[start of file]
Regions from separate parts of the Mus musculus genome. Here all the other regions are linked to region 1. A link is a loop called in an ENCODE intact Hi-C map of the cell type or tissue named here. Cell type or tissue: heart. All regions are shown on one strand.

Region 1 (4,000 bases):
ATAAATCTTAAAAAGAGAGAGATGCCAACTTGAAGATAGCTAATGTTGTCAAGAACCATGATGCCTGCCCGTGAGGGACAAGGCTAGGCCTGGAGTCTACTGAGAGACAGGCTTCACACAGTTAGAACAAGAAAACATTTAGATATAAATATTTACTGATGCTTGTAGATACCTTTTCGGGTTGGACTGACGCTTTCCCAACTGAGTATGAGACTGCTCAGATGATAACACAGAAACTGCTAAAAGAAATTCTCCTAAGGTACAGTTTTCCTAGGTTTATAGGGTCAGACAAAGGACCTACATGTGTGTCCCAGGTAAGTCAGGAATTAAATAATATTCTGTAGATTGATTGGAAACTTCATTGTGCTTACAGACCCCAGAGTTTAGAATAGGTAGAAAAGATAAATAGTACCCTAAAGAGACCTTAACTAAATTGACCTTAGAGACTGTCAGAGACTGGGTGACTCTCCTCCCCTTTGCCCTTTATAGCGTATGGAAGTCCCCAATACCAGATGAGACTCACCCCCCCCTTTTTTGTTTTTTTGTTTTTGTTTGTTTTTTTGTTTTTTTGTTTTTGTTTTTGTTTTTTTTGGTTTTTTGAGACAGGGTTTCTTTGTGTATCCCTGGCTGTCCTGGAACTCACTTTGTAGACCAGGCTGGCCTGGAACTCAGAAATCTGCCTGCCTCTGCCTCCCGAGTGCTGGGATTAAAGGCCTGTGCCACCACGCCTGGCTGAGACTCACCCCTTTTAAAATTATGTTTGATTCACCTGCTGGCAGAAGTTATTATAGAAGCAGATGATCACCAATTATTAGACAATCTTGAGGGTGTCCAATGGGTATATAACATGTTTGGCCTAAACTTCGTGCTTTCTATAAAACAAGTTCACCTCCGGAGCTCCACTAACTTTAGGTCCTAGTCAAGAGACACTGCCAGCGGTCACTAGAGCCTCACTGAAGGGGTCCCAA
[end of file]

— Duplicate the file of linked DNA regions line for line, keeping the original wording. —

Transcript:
Regions from separate parts of the Mus musculus genome. Here all the other regions are linked to region 1. A link is a loop called in an ENCODE intact Hi-C map of the cell type or tissue named here. Cell type or tissue: heart. All regions are shown on one strand.

Region 1 (4,000 bases):
ATAAATCTTAAAAAGAGAGAGATGCCAACTTGAAGATAGCTAATGTTGTCAAGAACCATGATGCCTGCCCGTGAGGGACAAGGCTAGGCCTGGAGTCTACTGAGAGACAGGCTTCACACAGTTAGAACAAGAAAACATTTAGATATAAATATTTACTGATGCTTGTAGATACCTTTTCGGGTTGGACTGACGCTTTCCCAACTGAGTATGAGACTGCTCAGATGATAACACAGAAACTGCTAAAAGAAATTCTCCTAAGGTACAGTTTTCCTAGGTTTATAGGGTCAGACAAAGGACCTACATGTGTGTCCCAGGTAAGTCAGGAATTAAATAATATTCTGTAGATTGATTGGAAACTTCATTGTGCTTACAGACCCCAGAGTTTAGAATAGGTAGAAAAGATAAATAGTACCCTAAAGAGACCTTAACTAAATTGACCTTAGAGACTGTCAGAGACTGGGTGACTCTCCTCCCCTTTGCCCTTTATAGCGTATGGAAGTCCCCAATACCAGATGAGACTCACCCCCCCCTTTTTTGTTTTTTTGTTTTTGTTTGTTTTTTTGTTTTTTTGTTTTTGTTTTTGTTTTTTTTGGTTTTTTGAGACAGGGTTTCTTTGTGTATCCCTGGCTGTCCTGGAACTCACTTTGTAGACCAGGCTGGCCTGGAACTCAGAAATCTGCCTGCCTCTGCCTCCCGAGTGCTGGGATTAAAGGCCTGTGCCACCACGCCTGGCTGAGACTCACCCCTTTTAAAATTATGTTTGATTCACCTGCTGGCAGAAGTTATTATAGAAGCAGATGATCACCAATTATTAGACAATCTTGAGGGTGTCCAATGGGTATATAACATGTTTGGCCTAAACTTCGTGCTTTCTATAAAACAAGTTCACCTCCGGAGCTCCACTAACTTTAGGTCCTAGTCAAGAGACACTGCCAGCGGTCACTAGAGCCTCACTGAAGGGGTCCCAA